UK Hosts World's First Offshore Charging Station for Electric Vessels
The world's first offshore charging points for wind farm vessels will be in operation as early as this summer, thanks to sponsorship from the government of the United Kingdom.
The UK's Offshore Renewable Energy Catapult (ORE Catapult) incubator announced last week that it has selected five offshore-wind projects to share about $4.1 million in funding, including an offshore charging point system designed by MJR Automation. The same project won additional support from the UK Department for Transport's Clean Maritime Demonstration Competition last year.
The project partners will design, build, and test an electric charging station affixed to the base of a wind turbine at the UK's Lynn and Inner Dowsing offshore wind farms. The system will leverage the turbine structure's existing electrical connections and platform in order to provide a "shore power" connection for battery-equipped service vessels. When an electric crew transfer vessel (CTV) "docks" with the turbine, a cable reel will lower down a cable that will plug in to the vessel and charge the battery on board. The objective is to increase the operational range of electric CTVs, improving their utility and encouraging greater uptake in the offshore wind industry.
The basic technology necessary for this initiative is comparable to existing maritime-industry equipment, like shore power connections and the hose reel arrangements for FPSO-to-tanker transfers at sea. However, this particular application has never been tried before, and the partners will develop the standards and procedures necessary to ensure its safe operation.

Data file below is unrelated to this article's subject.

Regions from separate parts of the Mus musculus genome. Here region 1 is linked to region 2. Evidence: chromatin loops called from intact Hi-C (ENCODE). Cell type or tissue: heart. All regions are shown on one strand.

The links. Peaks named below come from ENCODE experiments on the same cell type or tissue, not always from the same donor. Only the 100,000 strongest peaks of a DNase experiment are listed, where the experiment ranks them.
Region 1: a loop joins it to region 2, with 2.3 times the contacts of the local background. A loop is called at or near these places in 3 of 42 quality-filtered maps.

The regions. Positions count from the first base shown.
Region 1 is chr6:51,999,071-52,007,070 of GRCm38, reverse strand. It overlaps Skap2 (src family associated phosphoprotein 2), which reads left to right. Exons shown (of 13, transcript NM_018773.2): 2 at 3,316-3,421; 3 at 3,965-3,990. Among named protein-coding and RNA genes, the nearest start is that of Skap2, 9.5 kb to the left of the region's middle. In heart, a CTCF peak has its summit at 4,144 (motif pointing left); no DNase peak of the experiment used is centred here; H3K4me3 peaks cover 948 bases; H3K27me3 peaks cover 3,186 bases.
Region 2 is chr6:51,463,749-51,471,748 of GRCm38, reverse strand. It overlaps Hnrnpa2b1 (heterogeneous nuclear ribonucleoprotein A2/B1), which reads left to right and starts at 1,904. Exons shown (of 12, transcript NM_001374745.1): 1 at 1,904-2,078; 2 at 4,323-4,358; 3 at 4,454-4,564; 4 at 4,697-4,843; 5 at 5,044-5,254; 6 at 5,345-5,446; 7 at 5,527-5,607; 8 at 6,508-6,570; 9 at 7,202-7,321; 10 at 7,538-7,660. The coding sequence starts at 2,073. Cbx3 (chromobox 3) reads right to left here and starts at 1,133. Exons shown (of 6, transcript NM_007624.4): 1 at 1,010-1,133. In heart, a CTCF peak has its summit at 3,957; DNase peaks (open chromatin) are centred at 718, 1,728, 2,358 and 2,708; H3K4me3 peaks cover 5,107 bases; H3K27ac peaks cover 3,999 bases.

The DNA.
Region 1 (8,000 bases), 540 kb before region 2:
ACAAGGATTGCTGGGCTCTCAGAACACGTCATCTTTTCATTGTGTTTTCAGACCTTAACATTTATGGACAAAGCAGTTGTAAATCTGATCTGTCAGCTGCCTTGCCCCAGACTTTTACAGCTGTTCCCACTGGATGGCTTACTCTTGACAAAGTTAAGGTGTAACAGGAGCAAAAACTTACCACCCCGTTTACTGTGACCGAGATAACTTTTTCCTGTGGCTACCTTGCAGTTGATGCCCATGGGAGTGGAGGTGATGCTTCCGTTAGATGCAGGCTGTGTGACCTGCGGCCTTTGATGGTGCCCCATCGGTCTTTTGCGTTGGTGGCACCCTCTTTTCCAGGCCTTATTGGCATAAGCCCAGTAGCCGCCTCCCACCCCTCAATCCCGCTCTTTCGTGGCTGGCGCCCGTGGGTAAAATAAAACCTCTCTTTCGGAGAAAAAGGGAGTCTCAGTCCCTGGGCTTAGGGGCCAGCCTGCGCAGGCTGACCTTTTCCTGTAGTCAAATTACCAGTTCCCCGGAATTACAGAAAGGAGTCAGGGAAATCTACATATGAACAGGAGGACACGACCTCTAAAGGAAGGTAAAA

Maersk Supply Service is pursuing a comparable concept based on a tethered charging buoy - the electrical equivalent of a single-point mooring (SPM) tanker terminal. Its new "Stillstrom" division aims to test a buoy large enough to charge a service and operations vessel (SOV) by the third quarter of 2022. Stillstrom plans to donate the intellectual property for the system to the rest of the maritime industry in order to encourage uptake.
Courtesy Maersk Supply Service
"The offshore wind industry is expanding and the increase of electrical charging points for offshore support vessels will encourage vessel owners to also switch to fully electric or hybrid vessels," commented Antonia Panayides, transportation partner at law firm Reed Smith. "By 2028, the global electric ships market is set to be worth $ 7.76 billion. With increased regulation facing the shipping industry such as the International Maritime Organisation setting a 2030 target for emissions reductions and net-zero CO2 emissions by 2050, we expect growth in electric vessels and offshore charging points with a view to participating in cleaner and greener shipping."